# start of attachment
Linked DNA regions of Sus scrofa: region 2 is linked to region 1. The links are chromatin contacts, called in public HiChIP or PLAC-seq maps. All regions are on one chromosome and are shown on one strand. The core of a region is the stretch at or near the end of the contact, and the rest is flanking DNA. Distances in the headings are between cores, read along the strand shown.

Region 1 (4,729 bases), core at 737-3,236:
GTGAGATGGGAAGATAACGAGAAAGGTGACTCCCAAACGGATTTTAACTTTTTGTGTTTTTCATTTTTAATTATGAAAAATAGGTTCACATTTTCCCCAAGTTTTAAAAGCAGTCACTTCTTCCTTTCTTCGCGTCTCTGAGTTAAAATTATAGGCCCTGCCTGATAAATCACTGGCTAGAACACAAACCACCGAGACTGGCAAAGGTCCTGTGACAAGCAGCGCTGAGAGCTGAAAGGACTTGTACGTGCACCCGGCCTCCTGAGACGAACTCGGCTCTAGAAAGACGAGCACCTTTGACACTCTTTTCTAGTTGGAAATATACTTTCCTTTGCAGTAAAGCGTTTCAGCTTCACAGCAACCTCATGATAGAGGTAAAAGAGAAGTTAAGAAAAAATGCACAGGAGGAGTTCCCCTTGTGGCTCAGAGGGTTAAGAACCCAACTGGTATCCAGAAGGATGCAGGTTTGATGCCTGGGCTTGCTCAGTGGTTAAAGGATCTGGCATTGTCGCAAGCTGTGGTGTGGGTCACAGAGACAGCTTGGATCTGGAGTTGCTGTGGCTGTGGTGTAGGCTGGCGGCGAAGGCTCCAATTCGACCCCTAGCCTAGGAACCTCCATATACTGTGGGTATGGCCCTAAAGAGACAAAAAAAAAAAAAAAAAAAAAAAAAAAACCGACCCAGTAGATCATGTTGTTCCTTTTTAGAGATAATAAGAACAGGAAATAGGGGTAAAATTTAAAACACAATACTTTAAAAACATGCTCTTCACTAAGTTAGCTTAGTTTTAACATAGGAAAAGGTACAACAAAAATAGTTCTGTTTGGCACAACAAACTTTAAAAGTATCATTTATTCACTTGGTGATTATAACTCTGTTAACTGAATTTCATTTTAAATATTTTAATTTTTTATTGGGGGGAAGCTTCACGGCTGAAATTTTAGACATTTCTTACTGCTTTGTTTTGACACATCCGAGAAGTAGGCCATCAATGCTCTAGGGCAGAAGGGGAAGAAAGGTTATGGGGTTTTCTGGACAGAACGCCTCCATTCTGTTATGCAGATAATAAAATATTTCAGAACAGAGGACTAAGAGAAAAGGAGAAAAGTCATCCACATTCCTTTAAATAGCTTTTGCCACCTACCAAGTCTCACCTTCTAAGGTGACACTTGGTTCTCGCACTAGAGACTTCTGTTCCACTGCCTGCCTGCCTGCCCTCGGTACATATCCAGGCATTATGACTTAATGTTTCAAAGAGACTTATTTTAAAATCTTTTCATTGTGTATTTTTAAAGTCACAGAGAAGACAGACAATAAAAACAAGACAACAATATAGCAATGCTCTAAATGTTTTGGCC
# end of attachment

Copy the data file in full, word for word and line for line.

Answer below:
Linked DNA regions of Sus scrofa: region 2 is linked to region 1. The links are chromatin contacts, called in public HiChIP or PLAC-seq maps. All regions are on one chromosome and are shown on one strand. The core of a region is the stretch at or near the end of the contact, and the rest is flanking DNA. Distances in the headings are between cores, read along the strand shown.

Region 1 (4,729 bases), core at 737-3,236:
GTGAGATGGGAAGATAACGAGAAAGGTGACTCCCAAACGGATTTTAACTTTTTGTGTTTTTCATTTTTAATTATGAAAAATAGGTTCACATTTTCCCCAAGTTTTAAAAGCAGTCACTTCTTCCTTTCTTCGCGTCTCTGAGTTAAAATTATAGGCCCTGCCTGATAAATCACTGGCTAGAACACAAACCACCGAGACTGGCAAAGGTCCTGTGACAAGCAGCGCTGAGAGCTGAAAGGACTTGTACGTGCACCCGGCCTCCTGAGACGAACTCGGCTCTAGAAAGACGAGCACCTTTGACACTCTTTTCTAGTTGGAAATATACTTTCCTTTGCAGTAAAGCGTTTCAGCTTCACAGCAACCTCATGATAGAGGTAAAAGAGAAGTTAAGAAAAAATGCACAGGAGGAGTTCCCCTTGTGGCTCAGAGGGTTAAGAACCCAACTGGTATCCAGAAGGATGCAGGTTTGATGCCTGGGCTTGCTCAGTGGTTAAAGGATCTGGCATTGTCGCAAGCTGTGGTGTGGGTCACAGAGACAGCTTGGATCTGGAGTTGCTGTGGCTGTGGTGTAGGCTGGCGGCGAAGGCTCCAATTCGACCCCTAGCCTAGGAACCTCCATATACTGTGGGTATGGCCCTAAAGAGACAAAAAAAAAAAAAAAAAAAAAAAAAAAACCGACCCAGTAGATCATGTTGTTCCTTTTTAGAGATAATAAGAACAGGAAATAGGGGTAAAATTTAAAACACAATACTTTAAAAACATGCTCTTCACTAAGTTAGCTTAGTTTTAACATAGGAAAAGGTACAACAAAAATAGTTCTGTTTGGCACAACAAACTTTAAAAGTATCATTTATTCACTTGGTGATTATAACTCTGTTAACTGAATTTCATTTTAAATATTTTAATTTTTTATTGGGGGGAAGCTTCACGGCTGAAATTTTAGACATTTCTTACTGCTTTGTTTTGACACATCCGAGAAGTAGGCCATCAATGCTCTAGGGCAGAAGGGGAAGAAAGGTTATGGGGTTTTCTGGACAGAACGCCTCCATTCTGTTATGCAGATAATAAAATATTTCAGAACAGAGGACTAAGAGAAAAGGAGAAAAGTCATCCACATTCCTTTAAATAGCTTTTGCCACCTACCAAGTCTCACCTTCTAAGGTGACACTTGGTTCTCGCACTAGAGACTTCTGTTCCACTGCCTGCCTGCCTGCCCTCGGTACATATCCAGGCATTATGACTTAATGTTTCAAAGAGACTTATTTTAAAATCTTTTCATTGTGTATTTTTAAAGTCACAGAGAAGACAGACAATAAAAACAAGACAACAATATAGCAATGCTCTAAATGTTTTGGCC